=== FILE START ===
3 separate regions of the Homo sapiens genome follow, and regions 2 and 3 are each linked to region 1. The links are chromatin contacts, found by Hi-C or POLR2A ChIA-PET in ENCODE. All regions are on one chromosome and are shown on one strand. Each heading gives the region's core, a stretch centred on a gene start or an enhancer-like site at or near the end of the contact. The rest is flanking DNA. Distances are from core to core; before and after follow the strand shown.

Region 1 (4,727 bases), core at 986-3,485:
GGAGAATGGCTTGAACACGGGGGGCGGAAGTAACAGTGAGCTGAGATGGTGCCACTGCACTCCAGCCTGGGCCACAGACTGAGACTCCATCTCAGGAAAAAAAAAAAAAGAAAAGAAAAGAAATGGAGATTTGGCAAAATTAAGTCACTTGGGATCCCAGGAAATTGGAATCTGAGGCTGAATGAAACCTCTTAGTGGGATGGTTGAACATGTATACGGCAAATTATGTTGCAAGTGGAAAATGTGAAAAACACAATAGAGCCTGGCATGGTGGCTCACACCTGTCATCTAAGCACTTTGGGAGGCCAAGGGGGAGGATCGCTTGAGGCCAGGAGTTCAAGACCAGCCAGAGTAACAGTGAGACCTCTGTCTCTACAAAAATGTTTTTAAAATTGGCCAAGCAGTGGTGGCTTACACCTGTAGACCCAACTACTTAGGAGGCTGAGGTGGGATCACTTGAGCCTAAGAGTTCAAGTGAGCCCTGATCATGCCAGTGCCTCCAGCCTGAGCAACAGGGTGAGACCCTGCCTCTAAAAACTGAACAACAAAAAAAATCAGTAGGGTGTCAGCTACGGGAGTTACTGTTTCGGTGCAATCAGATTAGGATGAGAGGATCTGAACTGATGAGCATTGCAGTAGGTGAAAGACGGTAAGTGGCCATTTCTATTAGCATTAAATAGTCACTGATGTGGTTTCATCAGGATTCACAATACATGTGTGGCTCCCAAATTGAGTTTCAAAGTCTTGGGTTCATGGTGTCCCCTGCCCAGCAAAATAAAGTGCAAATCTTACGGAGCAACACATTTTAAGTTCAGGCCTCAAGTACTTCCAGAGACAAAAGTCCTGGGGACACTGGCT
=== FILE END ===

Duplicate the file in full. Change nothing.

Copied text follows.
3 separate regions of the Homo sapiens genome follow, and regions 2 and 3 are each linked to region 1. The links are chromatin contacts, found by Hi-C or POLR2A ChIA-PET in ENCODE. All regions are on one chromosome and are shown on one strand. Each heading gives the region's core, a stretch centred on a gene start or an enhancer-like site at or near the end of the contact. The rest is flanking DNA. Distances are from core to core; before and after follow the strand shown.

Region 1 (4,727 bases), core at 986-3,485:
GGAGAATGGCTTGAACACGGGGGGCGGAAGTAACAGTGAGCTGAGATGGTGCCACTGCACTCCAGCCTGGGCCACAGACTGAGACTCCATCTCAGGAAAAAAAAAAAAAGAAAAGAAAAGAAATGGAGATTTGGCAAAATTAAGTCACTTGGGATCCCAGGAAATTGGAATCTGAGGCTGAATGAAACCTCTTAGTGGGATGGTTGAACATGTATACGGCAAATTATGTTGCAAGTGGAAAATGTGAAAAACACAATAGAGCCTGGCATGGTGGCTCACACCTGTCATCTAAGCACTTTGGGAGGCCAAGGGGGAGGATCGCTTGAGGCCAGGAGTTCAAGACCAGCCAGAGTAACAGTGAGACCTCTGTCTCTACAAAAATGTTTTTAAAATTGGCCAAGCAGTGGTGGCTTACACCTGTAGACCCAACTACTTAGGAGGCTGAGGTGGGATCACTTGAGCCTAAGAGTTCAAGTGAGCCCTGATCATGCCAGTGCCTCCAGCCTGAGCAACAGGGTGAGACCCTGCCTCTAAAAACTGAACAACAAAAAAAATCAGTAGGGTGTCAGCTACGGGAGTTACTGTTTCGGTGCAATCAGATTAGGATGAGAGGATCTGAACTGATGAGCATTGCAGTAGGTGAAAGACGGTAAGTGGCCATTTCTATTAGCATTAAATAGTCACTGATGTGGTTTCATCAGGATTCACAATACATGTGTGGCTCCCAAATTGAGTTTCAAAGTCTTGGGTTCATGGTGTCCCCTGCCCAGCAAAATAAAGTGCAAATCTTACGGAGCAACACATTTTAAGTTCAGGCCTCAAGTACTTCCAGAGACAAAAGTCCTGGGGACACTGGCT